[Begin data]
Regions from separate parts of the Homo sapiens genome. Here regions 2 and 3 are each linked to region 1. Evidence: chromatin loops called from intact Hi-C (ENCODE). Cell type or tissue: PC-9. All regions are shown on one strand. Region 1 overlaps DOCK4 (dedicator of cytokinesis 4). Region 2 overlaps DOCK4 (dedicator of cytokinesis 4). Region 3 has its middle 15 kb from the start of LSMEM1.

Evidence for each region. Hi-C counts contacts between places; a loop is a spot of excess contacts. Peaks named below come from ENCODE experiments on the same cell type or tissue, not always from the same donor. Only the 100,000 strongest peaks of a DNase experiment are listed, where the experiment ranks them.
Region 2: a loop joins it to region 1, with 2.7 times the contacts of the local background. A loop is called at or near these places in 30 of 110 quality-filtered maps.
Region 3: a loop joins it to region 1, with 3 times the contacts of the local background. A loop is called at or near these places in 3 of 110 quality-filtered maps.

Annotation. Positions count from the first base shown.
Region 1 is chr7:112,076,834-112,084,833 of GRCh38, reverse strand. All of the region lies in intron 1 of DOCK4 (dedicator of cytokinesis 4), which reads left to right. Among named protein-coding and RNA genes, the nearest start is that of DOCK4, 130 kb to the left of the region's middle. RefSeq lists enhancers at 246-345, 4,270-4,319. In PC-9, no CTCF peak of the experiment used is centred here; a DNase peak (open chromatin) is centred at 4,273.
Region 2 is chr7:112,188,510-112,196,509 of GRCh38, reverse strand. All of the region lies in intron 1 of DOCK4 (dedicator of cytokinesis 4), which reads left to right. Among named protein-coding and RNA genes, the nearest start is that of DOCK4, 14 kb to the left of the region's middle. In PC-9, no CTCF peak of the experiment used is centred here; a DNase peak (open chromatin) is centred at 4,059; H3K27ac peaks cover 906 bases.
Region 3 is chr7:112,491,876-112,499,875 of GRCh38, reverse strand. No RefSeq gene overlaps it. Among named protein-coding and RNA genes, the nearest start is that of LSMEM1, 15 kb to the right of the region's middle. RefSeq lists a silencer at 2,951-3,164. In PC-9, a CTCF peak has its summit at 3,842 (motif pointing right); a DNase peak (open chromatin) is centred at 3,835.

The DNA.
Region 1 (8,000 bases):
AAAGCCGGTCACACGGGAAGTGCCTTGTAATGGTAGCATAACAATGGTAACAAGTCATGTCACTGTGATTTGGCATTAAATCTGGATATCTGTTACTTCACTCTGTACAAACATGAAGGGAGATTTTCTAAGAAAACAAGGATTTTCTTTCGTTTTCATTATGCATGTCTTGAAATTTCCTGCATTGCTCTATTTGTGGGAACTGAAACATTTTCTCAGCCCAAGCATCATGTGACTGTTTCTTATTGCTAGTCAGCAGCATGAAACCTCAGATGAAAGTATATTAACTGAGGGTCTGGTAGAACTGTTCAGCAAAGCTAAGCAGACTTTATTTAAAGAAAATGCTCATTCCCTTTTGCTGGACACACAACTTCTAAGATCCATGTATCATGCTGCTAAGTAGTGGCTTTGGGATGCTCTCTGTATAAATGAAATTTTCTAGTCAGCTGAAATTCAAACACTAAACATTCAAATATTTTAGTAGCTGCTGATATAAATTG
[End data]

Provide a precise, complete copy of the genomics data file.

Regions from separate parts of the Homo sapiens genome. Here regions 2 and 3 are each linked to region 1. Evidence: chromatin loops called from intact Hi-C (ENCODE). Cell type or tissue: PC-9. All regions are shown on one strand. Region 1 overlaps DOCK4 (dedicator of cytokinesis 4). Region 2 overlaps DOCK4 (dedicator of cytokinesis 4). Region 3 has its middle 15 kb from the start of LSMEM1.

Evidence for each region. Hi-C counts contacts between places; a loop is a spot of excess contacts. Peaks named below come from ENCODE experiments on the same cell type or tissue, not always from the same donor. Only the 100,000 strongest peaks of a DNase experiment are listed, where the experiment ranks them.
Region 2: a loop joins it to region 1, with 2.7 times the contacts of the local background. A loop is called at or near these places in 30 of 110 quality-filtered maps.
Region 3: a loop joins it to region 1, with 3 times the contacts of the local background. A loop is called at or near these places in 3 of 110 quality-filtered maps.

Annotation. Positions count from the first base shown.
Region 1 is chr7:112,076,834-112,084,833 of GRCh38, reverse strand. All of the region lies in intron 1 of DOCK4 (dedicator of cytokinesis 4), which reads left to right. Among named protein-coding and RNA genes, the nearest start is that of DOCK4, 130 kb to the left of the region's middle. RefSeq lists enhancers at 246-345, 4,270-4,319. In PC-9, no CTCF peak of the experiment used is centred here; a DNase peak (open chromatin) is centred at 4,273.
Region 2 is chr7:112,188,510-112,196,509 of GRCh38, reverse strand. All of the region lies in intron 1 of DOCK4 (dedicator of cytokinesis 4), which reads left to right. Among named protein-coding and RNA genes, the nearest start is that of DOCK4, 14 kb to the left of the region's middle. In PC-9, no CTCF peak of the experiment used is centred here; a DNase peak (open chromatin) is centred at 4,059; H3K27ac peaks cover 906 bases.
Region 3 is chr7:112,491,876-112,499,875 of GRCh38, reverse strand. No RefSeq gene overlaps it. Among named protein-coding and RNA genes, the nearest start is that of LSMEM1, 15 kb to the right of the region's middle. RefSeq lists a silencer at 2,951-3,164. In PC-9, a CTCF peak has its summit at 3,842 (motif pointing right); a DNase peak (open chromatin) is centred at 3,835.

The DNA.
Region 1 (8,000 bases):
AAAGCCGGTCACACGGGAAGTGCCTTGTAATGGTAGCATAACAATGGTAACAAGTCATGTCACTGTGATTTGGCATTAAATCTGGATATCTGTTACTTCACTCTGTACAAACATGAAGGGAGATTTTCTAAGAAAACAAGGATTTTCTTTCGTTTTCATTATGCATGTCTTGAAATTTCCTGCATTGCTCTATTTGTGGGAACTGAAACATTTTCTCAGCCCAAGCATCATGTGACTGTTTCTTATTGCTAGTCAGCAGCATGAAACCTCAGATGAAAGTATATTAACTGAGGGTCTGGTAGAACTGTTCAGCAAAGCTAAGCAGACTTTATTTAAAGAAAATGCTCATTCCCTTTTGCTGGACACACAACTTCTAAGATCCATGTATCATGCTGCTAAGTAGTGGCTTTGGGATGCTCTCTGTATAAATGAAATTTTCTAGTCAGCTGAAATTCAAACACTAAACATTCAAATATTTTAGTAGCTGCTGATATAAATTG